An Artist of the Floating World Summary & Study Guide

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An Artist of the Floating World Summary & Study Guide Description

An Artist of the Floating World Summary & Study Guide includes comprehensive information and analysis to help you understand the book. This study guide contains the following sections:

This detailed literature summary also contains Topics for Discussion on An Artist of the Floating World by Kazuo Ishiguro.

An Artist of the Floating World is a novel by British-Japanese author Kazuo Ishiguro. It was published in 1986 and shortlisted the same year for the Booker Prize. The novel also won the Whitbread Book of the Year Award the year it came out.

Masuji Ono is a retired artist who has earned a high degree of prestige with his art. When negotiations over his daughter’s marriage falter though, he has to confront the possibility that his actions as a nationalist propagandist for the government during the war might have undermined his status. Masuji Ono sets about visiting the artists he worked with, and he even tries to set things right with one artist, Kuroda, who was arrested because of Masuji Ono’s doubts about his loyalty. When Masuji Ono concludes his actions were wrong and lamentable, he nevertheless finds his family wants to get back to a prosperous, normal life. They would rather believe in his prestige, without considering the questionable nature of his involvement in the war.

Masuji Ono lives in a house that once belonged to a prominent artist; he won the house in an ‘auction of prestige’ with other bidders for the property. But Masuji Ono’s retirement is marred by the difficulty he is having in marrying off his younger daughter, Noriko. A year ago, a family had abruptly backed out of the marriage negotiations and while Masuji Ono thinks the family pulled out because of their lower status, his daughters wonder whether there is something in his background that pushed the family away.

This begins a slow and deliberate inquiry into Masuji Ono’s past, and the reader learns Masuji Ono was once an artist of the ‘floating world’ of geishas and drink and romance and entertainment. As Japan became more and more nationalist in the 1930s, he turned from art to nationalist propaganda, and became a prominent leader of the artists calling for Japanese nationalism and imperial expansion.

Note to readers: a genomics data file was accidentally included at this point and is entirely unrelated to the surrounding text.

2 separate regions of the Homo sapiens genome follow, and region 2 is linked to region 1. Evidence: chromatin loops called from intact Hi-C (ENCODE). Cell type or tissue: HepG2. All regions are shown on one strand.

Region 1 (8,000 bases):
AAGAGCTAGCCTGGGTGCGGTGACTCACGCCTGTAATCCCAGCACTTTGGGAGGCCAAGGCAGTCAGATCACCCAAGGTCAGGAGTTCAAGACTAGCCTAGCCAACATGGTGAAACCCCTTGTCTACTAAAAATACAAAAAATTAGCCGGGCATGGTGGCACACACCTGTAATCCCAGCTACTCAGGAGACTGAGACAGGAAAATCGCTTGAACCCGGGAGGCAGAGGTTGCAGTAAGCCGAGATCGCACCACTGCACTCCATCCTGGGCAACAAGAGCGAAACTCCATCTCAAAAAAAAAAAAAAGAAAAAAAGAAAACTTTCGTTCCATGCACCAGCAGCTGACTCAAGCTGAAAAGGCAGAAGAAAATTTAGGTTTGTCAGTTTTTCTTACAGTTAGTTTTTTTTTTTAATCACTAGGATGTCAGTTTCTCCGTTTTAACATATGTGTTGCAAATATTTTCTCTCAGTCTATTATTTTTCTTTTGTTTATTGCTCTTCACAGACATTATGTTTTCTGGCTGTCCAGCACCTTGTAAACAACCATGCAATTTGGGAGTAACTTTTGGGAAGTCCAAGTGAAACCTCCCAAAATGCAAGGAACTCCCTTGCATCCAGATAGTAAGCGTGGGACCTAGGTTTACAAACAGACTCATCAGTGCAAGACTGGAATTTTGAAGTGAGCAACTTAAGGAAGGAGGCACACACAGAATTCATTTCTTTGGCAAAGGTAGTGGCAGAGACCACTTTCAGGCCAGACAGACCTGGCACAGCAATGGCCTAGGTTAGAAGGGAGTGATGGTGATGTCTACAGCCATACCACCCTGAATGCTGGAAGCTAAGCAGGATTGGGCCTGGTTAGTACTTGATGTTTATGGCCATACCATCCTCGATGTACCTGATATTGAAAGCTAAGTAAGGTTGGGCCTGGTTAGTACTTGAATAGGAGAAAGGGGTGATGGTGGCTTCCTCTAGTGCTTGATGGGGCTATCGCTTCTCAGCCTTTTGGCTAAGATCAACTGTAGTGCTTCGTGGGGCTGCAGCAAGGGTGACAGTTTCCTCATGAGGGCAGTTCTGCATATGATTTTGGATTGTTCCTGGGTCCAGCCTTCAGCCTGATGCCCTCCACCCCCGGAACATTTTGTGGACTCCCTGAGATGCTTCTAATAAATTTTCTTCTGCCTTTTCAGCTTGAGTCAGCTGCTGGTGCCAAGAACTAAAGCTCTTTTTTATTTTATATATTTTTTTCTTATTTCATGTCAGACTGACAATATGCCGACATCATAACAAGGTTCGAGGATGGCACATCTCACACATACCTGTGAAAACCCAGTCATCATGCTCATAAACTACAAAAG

In the post-war years, where many houses and even whole neighborhoods are devastated by bombing, this is no longer a popular position to take. Masuji Ono’s son-in-law violates propriety by expressing frustration with the older generation, who sent the young men off to die, and lived safely through the war. There is even talk of the leaders who have since committed suicide, as a way to apologize for their role in the disastrous war.

As Masuji Ono follows his conscience back into the past, in flashbacks and in visits to old comrades, he eventually sees his role in the national disaster. During a formal dinner with another suitor’s family, he announces he is willing to accept the fact his art may have had a bad influence.

This is not the end of the novel, though, for Masuji Ono still has old scores to settle, and Ishiguro still has material to work with. Masuji Ono is rebuffed when he goes to visit the house of one of his former students—his most promising student—who had been arrested during the war. Masuji Ono himself had reported this artist’s questionable loyalties, but imprisonment has injured the man, and he is not willing to reconcile with Masuji Ono. When Masuji Ono speaks with his daughter about his role in the war, she refuses to acknowledge any question about his virtues, and insists on remembering only his prestige.

It is only with an old colleague that Masuji Ono finds a real sympathy and understanding. Matsuda had initiated Masuji Ono into the nationalist movement, and now, as older men, they agree about their role in the war. But even though they regret their actions, they know they acted in good faith at the time, and because they have found some forgiveness and understanding, they are able to find some redemption in the fact they had at least tried something rare and difficult, instead of just playing it safe, like many of the artists with whom they worked.

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